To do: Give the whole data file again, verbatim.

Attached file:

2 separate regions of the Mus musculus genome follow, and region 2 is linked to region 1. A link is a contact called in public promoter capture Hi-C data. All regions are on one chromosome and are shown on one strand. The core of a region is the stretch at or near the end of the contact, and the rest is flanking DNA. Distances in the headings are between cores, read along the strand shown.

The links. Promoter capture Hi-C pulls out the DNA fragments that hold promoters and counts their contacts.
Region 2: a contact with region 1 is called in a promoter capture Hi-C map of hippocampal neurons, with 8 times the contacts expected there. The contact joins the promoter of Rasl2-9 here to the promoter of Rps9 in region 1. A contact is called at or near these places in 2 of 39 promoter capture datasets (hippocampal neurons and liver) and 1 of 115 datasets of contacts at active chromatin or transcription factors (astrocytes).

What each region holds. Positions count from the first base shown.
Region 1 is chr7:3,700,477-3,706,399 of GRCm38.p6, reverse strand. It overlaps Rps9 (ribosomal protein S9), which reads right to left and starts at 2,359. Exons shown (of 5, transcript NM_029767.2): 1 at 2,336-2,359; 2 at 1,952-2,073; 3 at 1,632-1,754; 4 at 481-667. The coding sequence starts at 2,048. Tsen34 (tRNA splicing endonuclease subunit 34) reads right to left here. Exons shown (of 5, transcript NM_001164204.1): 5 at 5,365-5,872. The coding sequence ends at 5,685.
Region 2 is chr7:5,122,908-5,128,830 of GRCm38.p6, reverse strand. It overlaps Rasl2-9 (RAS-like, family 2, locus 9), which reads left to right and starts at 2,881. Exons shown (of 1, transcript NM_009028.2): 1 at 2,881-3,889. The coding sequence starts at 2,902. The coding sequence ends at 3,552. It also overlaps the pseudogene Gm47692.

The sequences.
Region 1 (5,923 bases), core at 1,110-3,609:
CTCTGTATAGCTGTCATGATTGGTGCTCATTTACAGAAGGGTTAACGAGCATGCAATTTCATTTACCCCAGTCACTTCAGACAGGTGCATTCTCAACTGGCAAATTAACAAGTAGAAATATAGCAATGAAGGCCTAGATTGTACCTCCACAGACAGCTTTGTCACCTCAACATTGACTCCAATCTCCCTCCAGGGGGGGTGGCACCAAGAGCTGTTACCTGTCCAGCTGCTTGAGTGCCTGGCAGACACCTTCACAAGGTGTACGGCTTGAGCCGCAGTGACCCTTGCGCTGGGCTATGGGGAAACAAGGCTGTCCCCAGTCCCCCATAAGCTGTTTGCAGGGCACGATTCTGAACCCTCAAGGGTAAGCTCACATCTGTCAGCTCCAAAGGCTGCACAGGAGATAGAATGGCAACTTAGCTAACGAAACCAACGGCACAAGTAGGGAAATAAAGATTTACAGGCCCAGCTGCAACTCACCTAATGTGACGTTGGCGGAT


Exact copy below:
2 separate regions of the Mus musculus genome follow, and region 2 is linked to region 1. A link is a contact called in public promoter capture Hi-C data. All regions are on one chromosome and are shown on one strand. The core of a region is the stretch at or near the end of the contact, and the rest is flanking DNA. Distances in the headings are between cores, read along the strand shown.

The links. Promoter capture Hi-C pulls out the DNA fragments that hold promoters and counts their contacts.
Region 2: a contact with region 1 is called in a promoter capture Hi-C map of hippocampal neurons, with 8 times the contacts expected there. The contact joins the promoter of Rasl2-9 here to the promoter of Rps9 in region 1. A contact is called at or near these places in 2 of 39 promoter capture datasets (hippocampal neurons and liver) and 1 of 115 datasets of contacts at active chromatin or transcription factors (astrocytes).

What each region holds. Positions count from the first base shown.
Region 1 is chr7:3,700,477-3,706,399 of GRCm38.p6, reverse strand. It overlaps Rps9 (ribosomal protein S9), which reads right to left and starts at 2,359. Exons shown (of 5, transcript NM_029767.2): 1 at 2,336-2,359; 2 at 1,952-2,073; 3 at 1,632-1,754; 4 at 481-667. The coding sequence starts at 2,048. Tsen34 (tRNA splicing endonuclease subunit 34) reads right to left here. Exons shown (of 5, transcript NM_001164204.1): 5 at 5,365-5,872. The coding sequence ends at 5,685.
Region 2 is chr7:5,122,908-5,128,830 of GRCm38.p6, reverse strand. It overlaps Rasl2-9 (RAS-like, family 2, locus 9), which reads left to right and starts at 2,881. Exons shown (of 1, transcript NM_009028.2): 1 at 2,881-3,889. The coding sequence starts at 2,902. The coding sequence ends at 3,552. It also overlaps the pseudogene Gm47692.

The sequences.
Region 1 (5,923 bases), core at 1,110-3,609:
CTCTGTATAGCTGTCATGATTGGTGCTCATTTACAGAAGGGTTAACGAGCATGCAATTTCATTTACCCCAGTCACTTCAGACAGGTGCATTCTCAACTGGCAAATTAACAAGTAGAAATATAGCAATGAAGGCCTAGATTGTACCTCCACAGACAGCTTTGTCACCTCAACATTGACTCCAATCTCCCTCCAGGGGGGGTGGCACCAAGAGCTGTTACCTGTCCAGCTGCTTGAGTGCCTGGCAGACACCTTCACAAGGTGTACGGCTTGAGCCGCAGTGACCCTTGCGCTGGGCTATGGGGAAACAAGGCTGTCCCCAGTCCCCCATAAGCTGTTTGCAGGGCACGATTCTGAACCCTCAAGGGTAAGCTCACATCTGTCAGCTCCAAAGGCTGCACAGGAGATAGAATGGCAACTTAGCTAACGAAACCAACGGCACAAGTAGGGAAATAAAGATTTACAGGCCCAGCTGCAACTCACCTAATGTGACGTTGGCGGAT